Lab-Grown Kidneys: Are we there yet?


  • Current options for kidney failure quite onerous for patients
  • Survival rates not good enough with these treatments
  • Newer options like WAK will still take long time and may not completely solve these problems
  • Lab-grown kidneys would be an excellent alternative but will still take a long time to become usable by a common patient

Recently, the press has been agog with the news of a lab-grown kidney being implanted into rats and pigs and working well.
A lab-grown kidney is really the holy grail when it comes to treating those with kidney failure. A lot of work has gone into this area. Some projects are also underway that involve developing artificial systems that mimic the function of the kidney and can either be implanted or can be carried around.
The only therapies widely available today for those with kidney failure are hemodialysis, peritoneal dialysis and a kidney transplant. Each one of these has its own pros and cons. The survival of a transplanted kidney after ten years is estimated currently at 60%. This means that two in every five patients would lose their kidney in less than ten years. The five-year survival rate of dialysis patients is an abysmally low 36% which means about two-thirds of the patients who get on to dialysis do not survive beyond five years!
A major impediment to kidney transplants is the woefully low availability of kidneys. World-wide, this has been an almost insurmountable challenge.
In this scenario, it is critical for alternate modalities to become widely available. The advances in dialysis have been few and far between. Hemodialysis machines that are used by most patients around the world are as big as washing machines. Dialysis sessions are also associated with extreme fatigue and complications such as cramps and hypotension. Hemodialysis patients are also subjected to a punishing diet and fluid restriction. Peritoneal dialysis, though it offers a relatively freer lifestyle, has been less widespread due to various reasons such as the cost, the burden of self-care and the risk of infections which are often difficult to treat.
There have been attempts at reducing the size of the hemodialysis machine but these machines are not widely available across the world and also have some clinical issues like requiring high blood flow rates which are not conducive to long term access survival. More than ten years after the launch of a fully portable hemodialysis machines in the US, it is available in a very small number of countries and being used by a minuscule number of patients.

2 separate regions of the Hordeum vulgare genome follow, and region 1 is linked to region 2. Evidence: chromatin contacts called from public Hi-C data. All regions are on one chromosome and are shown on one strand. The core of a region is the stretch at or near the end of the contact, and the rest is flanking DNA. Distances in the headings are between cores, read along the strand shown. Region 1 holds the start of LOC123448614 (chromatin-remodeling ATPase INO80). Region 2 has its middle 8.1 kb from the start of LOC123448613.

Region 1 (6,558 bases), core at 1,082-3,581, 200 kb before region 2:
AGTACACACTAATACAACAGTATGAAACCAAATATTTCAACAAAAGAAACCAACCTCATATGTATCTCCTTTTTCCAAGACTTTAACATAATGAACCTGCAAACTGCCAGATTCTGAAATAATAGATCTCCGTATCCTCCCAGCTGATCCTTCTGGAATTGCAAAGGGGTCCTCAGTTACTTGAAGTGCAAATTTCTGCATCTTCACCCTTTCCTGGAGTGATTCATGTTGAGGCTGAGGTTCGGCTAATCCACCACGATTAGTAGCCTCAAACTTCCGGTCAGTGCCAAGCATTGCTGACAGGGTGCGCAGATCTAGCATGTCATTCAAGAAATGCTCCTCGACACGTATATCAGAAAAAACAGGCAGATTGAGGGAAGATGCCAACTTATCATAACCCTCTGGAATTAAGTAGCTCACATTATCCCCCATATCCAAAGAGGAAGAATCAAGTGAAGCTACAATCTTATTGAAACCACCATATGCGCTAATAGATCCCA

Several ongoing projects such as Dr. Victor Gura’s “Wearable Artificial Kidney” (WAK) and Dr. Shuvo Roy’s Implantable Artificial Kidney (IAK) are at different stages in their development and will take a lot more time, effort and money to become easily accessible to patients. However, even with these devices, there are still several unresolved problems and even when fully ready, will not address many of the issues that exist with today’s technology as well.
The only long term, ideal solution is a lab-grown kidney. With this, patients would not need immunosuppressive medication (which has innumerable side-effects). They would also be free from diet or fluid restrictions. Such kidneys could potentially last a lifetime or you could get a new one in case one failed! Patients would also be free from the side effects of kidney failure such as Anemia, Mineral and Bone disorders, Heart problems and so many others.
Currently, what has been achieved is no doubt, a spectacular achievement. For the first time, we have a prototype of a working kidney with all its chief functions that is functioning inside a living animal. However, there are many problems to be solved. There are many new obstacles that will arise which would need to be resolved. This would take several more years. Also, for such a radical new system, clinical trials and subsequent approvals would take several more years.
The cost of such “lab-grown kidneys” could potentially be a huge limiting factor in its widespread use. So, even after the kidneys begin getting commercially available in countries like the US, patients in the developing world might only get to use them many, many years after.
While all this might sound gloomy, it is important that patients on various renal replacement therapies today realise that until these new systems become widely available, there is still a lot that can be done to lead a close-to-normal, productive and meaningful life. By optimising your dialysis regimen or being mindful about what you do in case you have received a transplanted kidney, you can still lead a life you were meant to lead. While there are compromises to be made, things to be foregone, life does not need to be as depressing as it is often made out to be. By looking at the positive aspects of what you have, by counting your blessings and being grateful for what you can do, you will realise that life can be as fulfilling as you want it to be!

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